Carla Baz

After studying interior architecture at ESAG Penninghen in Paris, she pursued a Masters in product design for the luxury industry at the University of Art and Design Lausanne (ECAL) where she had the opportunity to work on several projects under the supervision of international designers such as Ronan Bouroullec, BarberOsgerby, Marti Guixé, Pierre Charpin and Umberto and Fernando Campana. She then engaged in diverse professional experiences, working in London for Burberry, Vivienne Westwood and Zaha Hadid until she felt it was time to explore her own lines.

Winner of the Brussel based Boghossian Foundation’s 2013 Design Prize, she is inspired by the unique heritage of Lebanese craftsmanship, and dedicated to foster synergies between her innovative approach to furniture/lighting and the very accomplished skills of Lebanese artisans, she began a very inspiring sequence of experiments which resulted in small editions of her sculptural yet functional furniture.

Carla Baz pieces are rooted in that elaborate relationship where innovative ideas meet noble materials that are worked by hand. Within that journey to their process, unique and elegant pieces are born that hold their place in our landscape.

Carla Baz




Can you recall how or why you became a maker/designer?

I always enjoyed drawing things. I was a shy child, and sketching was an essential way for me to express myself and allow my creativity to flow. As I grew up, I found myself engaging in artistic activities and crafting things. Despite having the skills and talent required for a creative career, I embarked on a path that is very different, starting off by studying Economics and Mandarin. Only then did I realize that I was eluding my true aptitude, so I transferred to the Design School to pursue my passion.

The revival of traditional crafts plays a pivotal role in your creative process, which fields of craftsmanship do you gain your inspiration from and with which do you hope to work with in the future?

I am inspired and influenced by all kinds of craftsmanship. In Lebanon we are lucky to have a wide and accomplished artisanal heritage such as metal working, carpentry, pottery, ceramic and glass-blowing amongst others, who provide us with the understanding and know-how.

I like to experiment working with different crafts and materials to keep pushing my knowledge and ideas further. For instance, I find metalworking fascinating, because the material is very malleable and the possibilities of creation are endless.

More importantly, it is crucial for me to be involved in the production process. Working alongside craftsmen, collaborating and exchanging ideas and skills with them is the essence of my philosophy. Design is all about dialogue.

What comes first – the material or the design idea?

My experience has been that good design involves the encounter of an idea with a specific material. There are times where I have an idea but I’m not sure how to proceed with production and in other instances, I come across a great material but I am not sure how to make best use of it. So to me it is more about the connection between both.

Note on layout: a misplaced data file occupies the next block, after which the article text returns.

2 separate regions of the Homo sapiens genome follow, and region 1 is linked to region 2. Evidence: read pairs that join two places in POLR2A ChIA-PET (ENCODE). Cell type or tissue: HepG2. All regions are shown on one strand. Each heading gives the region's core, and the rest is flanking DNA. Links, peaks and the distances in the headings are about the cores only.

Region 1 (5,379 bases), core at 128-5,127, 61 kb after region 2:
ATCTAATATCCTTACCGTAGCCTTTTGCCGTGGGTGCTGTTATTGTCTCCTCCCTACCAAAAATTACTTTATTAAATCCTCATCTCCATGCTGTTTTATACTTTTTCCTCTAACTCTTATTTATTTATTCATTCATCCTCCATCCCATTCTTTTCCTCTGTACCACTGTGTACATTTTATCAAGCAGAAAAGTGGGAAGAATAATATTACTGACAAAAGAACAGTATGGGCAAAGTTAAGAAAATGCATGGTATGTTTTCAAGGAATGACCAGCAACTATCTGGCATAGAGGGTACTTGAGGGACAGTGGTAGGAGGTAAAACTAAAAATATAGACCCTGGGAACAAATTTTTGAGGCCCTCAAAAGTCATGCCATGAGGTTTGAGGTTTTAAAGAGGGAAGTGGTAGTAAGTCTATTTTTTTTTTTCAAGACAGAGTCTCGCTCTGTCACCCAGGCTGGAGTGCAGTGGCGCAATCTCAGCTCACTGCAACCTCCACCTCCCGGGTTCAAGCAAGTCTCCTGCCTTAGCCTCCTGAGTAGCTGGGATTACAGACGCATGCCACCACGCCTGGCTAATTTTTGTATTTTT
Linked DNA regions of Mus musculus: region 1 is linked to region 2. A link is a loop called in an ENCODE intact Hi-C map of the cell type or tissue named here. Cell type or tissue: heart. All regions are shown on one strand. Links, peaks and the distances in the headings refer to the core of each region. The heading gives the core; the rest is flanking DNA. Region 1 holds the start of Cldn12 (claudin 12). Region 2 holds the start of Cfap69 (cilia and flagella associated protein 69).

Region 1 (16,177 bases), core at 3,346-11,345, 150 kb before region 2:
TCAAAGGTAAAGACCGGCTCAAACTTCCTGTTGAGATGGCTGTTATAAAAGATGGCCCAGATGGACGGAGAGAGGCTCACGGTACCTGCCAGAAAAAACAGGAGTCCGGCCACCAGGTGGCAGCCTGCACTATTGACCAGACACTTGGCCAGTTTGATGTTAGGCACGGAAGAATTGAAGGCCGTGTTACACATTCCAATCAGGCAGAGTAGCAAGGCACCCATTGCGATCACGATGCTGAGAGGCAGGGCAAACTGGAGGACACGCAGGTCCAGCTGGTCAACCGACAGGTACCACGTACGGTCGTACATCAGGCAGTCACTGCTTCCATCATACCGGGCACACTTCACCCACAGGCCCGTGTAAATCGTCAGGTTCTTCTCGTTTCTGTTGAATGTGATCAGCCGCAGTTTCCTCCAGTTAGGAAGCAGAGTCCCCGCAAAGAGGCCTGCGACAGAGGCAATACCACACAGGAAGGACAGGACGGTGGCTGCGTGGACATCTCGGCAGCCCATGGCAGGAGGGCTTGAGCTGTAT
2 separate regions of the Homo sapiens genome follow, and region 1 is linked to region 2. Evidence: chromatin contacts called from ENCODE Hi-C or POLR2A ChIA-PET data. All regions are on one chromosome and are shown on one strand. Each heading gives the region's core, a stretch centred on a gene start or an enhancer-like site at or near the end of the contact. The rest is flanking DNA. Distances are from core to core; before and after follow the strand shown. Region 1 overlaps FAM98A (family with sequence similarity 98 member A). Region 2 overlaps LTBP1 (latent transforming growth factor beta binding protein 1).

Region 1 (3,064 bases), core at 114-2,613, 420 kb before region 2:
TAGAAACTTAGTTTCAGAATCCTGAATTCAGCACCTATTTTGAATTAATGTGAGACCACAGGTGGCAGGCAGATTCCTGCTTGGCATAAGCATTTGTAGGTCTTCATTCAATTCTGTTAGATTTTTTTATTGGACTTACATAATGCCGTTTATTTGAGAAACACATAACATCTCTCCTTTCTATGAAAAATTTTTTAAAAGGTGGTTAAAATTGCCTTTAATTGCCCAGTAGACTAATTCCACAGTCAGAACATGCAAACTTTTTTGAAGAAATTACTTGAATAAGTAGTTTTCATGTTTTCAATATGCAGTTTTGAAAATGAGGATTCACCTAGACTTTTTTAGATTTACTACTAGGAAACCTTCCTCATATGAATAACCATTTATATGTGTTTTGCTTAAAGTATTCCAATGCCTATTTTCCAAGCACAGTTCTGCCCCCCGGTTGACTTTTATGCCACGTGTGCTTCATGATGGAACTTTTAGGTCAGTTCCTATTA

You are always looking for new techniques, what specifically do you hope to incorporate in your future work?

I had the chance to work with inspiring craftsmen. This opened my eyes to a diversity of techniques that I plan to push further. I also envisage to have my own workshop at some point, allowing me to focus on testing and developing my manual practice.

Roundness and circular forms are very prevalent in your identity and your physical work, why so?

Well, a circle is harmonious and suggests a certain wholeness. It is continuous, protective, and offers connection.  Perhaps on an unconscious level it simply evokes completeness and femininity.

What is the greatest object/ project you would like to work on?

I would like to work on big scale projects related to communities and urban commissioning. I think that we need more public spaces in Lebanon, and the few ones that we have can be further enhanced on both a practical as well as esthetical levels.

Do you ever have creative blocks and how do you unblock them?

I just take a step back and try and find my balance and inspiration elsewhere. When you are so involved in your work it is important to refresh your perspective every so often.

What are the biggest shifts/ evolutions in the field in design that you have noticed or got affected by since the beginning of your career?

I think design is evolving as an interdisciplinary field and is reflected across different academic curriculums.

I teach at the Academie Libanaise des Beaux-Arts (ALBA), and I am intrigued to see how Design teaching has changed and evolved since I went to school. This is mainly due to the somewhat radical and fast paced change in technology, socioeconomic factors and innovation. Although on the academic front there are major shifts; on the ground, and particularly when it comes to Middle Eastern Design, there is still some room to forge the shape of this relatively nascent industry and the direction Design impacts different fields. As a designer, it is challenging and stimulating, as a maker, it makes me wonder what and how we will be producing 10 or 20 years from now.